A sales manager’s worst nightmare is a sales representative who doesn’t know when to talk, when to listen and when to ask for the order.
One of the first lessons IBM taught us about professional selling is that if you ask your prospect the right questions, he or she will tell you everything you need to know to close the order. They taught us that we were meant to listen twice as much as we talk: two ears, one mouth.
Of course, we had to know everything there was to know about our product offerings. But we also had to know everything there was to know about our prospect’s needs and wants. That’s why we had industry specialists. The more we learned about our prospect and the challenges he or she faced day in and day out, the easier it was to align our presentations and proposals with those needs and wants. And for them to sign on the dotted line when we asked for the order.
We weren’t selling products: we were selling solutions. So are you.
One of the biggest knocks against systems analysts was and still is that they believe they understand their customer’s business, processes and pressures better than the customer does. Something else IBM taught: there’s never enough time to do the job right, but always enough time to do the job over.
Except in interview situations.
Research is the equivalent of a sales rep’s questioning and a systems analyst’s analyzing. The customer isn’t interested in what someone thinks he or she wants: what matters is how well that sales rep or that analyst knows what he or she wants.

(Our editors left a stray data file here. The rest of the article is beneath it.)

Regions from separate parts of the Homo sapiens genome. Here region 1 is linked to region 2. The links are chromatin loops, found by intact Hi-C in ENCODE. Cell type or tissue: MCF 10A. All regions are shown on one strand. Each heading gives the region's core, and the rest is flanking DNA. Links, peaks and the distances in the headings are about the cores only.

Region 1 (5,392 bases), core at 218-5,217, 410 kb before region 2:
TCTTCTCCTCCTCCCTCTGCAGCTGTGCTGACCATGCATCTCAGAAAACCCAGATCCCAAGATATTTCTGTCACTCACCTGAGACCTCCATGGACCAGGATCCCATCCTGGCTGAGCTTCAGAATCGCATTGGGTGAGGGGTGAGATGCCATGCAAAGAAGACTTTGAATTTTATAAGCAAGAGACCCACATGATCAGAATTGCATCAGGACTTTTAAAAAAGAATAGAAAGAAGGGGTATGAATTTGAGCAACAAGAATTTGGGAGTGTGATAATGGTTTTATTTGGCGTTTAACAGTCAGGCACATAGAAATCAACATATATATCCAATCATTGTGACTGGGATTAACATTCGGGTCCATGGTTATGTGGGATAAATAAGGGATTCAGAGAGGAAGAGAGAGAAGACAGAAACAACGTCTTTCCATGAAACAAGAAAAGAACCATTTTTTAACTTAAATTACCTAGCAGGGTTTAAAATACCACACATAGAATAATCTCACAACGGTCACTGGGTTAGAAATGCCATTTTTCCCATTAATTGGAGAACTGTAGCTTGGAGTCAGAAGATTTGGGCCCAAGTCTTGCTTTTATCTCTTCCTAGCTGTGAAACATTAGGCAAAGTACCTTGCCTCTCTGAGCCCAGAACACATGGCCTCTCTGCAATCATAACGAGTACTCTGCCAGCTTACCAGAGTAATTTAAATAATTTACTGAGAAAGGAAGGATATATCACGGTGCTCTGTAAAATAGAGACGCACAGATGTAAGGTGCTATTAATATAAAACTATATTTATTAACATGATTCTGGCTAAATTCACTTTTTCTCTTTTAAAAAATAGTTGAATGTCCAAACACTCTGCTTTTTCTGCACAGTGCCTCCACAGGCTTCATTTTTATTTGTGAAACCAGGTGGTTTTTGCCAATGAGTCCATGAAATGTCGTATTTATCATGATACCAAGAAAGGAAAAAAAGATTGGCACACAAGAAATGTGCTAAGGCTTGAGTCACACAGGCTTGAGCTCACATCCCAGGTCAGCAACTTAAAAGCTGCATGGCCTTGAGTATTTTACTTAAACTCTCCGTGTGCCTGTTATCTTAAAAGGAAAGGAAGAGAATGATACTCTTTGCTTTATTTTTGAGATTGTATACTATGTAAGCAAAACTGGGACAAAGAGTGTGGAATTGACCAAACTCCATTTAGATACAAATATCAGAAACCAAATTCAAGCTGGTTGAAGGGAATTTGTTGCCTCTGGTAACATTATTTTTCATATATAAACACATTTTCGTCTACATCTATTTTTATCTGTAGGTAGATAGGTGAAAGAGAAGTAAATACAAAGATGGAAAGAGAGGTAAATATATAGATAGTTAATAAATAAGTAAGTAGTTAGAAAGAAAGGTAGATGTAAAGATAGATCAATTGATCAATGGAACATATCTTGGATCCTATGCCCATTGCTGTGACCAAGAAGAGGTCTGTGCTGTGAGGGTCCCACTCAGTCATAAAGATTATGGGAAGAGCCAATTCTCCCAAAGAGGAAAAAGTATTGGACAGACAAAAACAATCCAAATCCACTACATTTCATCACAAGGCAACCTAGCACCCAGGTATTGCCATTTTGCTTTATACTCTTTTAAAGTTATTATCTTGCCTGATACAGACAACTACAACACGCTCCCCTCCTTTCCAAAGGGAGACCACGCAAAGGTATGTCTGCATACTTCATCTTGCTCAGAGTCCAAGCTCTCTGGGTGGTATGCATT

Assembling a résumé that extols the virtues of the candidate when it should be talking to the needs of the employer is tantamount to talking too much and listening too little. The proof of that is in the 90% résumé rejection rate, and a rejection rate needle that stubbornly refuses to budge.
As someone looking to promote yourself, your job is to be among the 10% of prospective candidates whose résumés are not rejected. That takes time and thought and preparation and understanding. How many times have you asked a prospective employer why he or she selected you to be interviewed? Or where the company’s going? Or how long the position you’re applying for has been vacant? Do you ask any questions at all?
PDD doesn’t want candidates to be their own worst enemy. The economy is bad and there’s more than enough competition as it is. To quote someone very wise, “We don’t get a second chance to make a first impression.”
Personal due diligence is doing what you have to do so that you never hear a prospective employer ask: Can. You. Hear. Me? If you recognize your approach to finding a customer who’ll buy what you have to sell in any of what you just read and it isn’t working, call us or drop us a line.
PDD has knowledge and practical experience we’d like to put to work for you.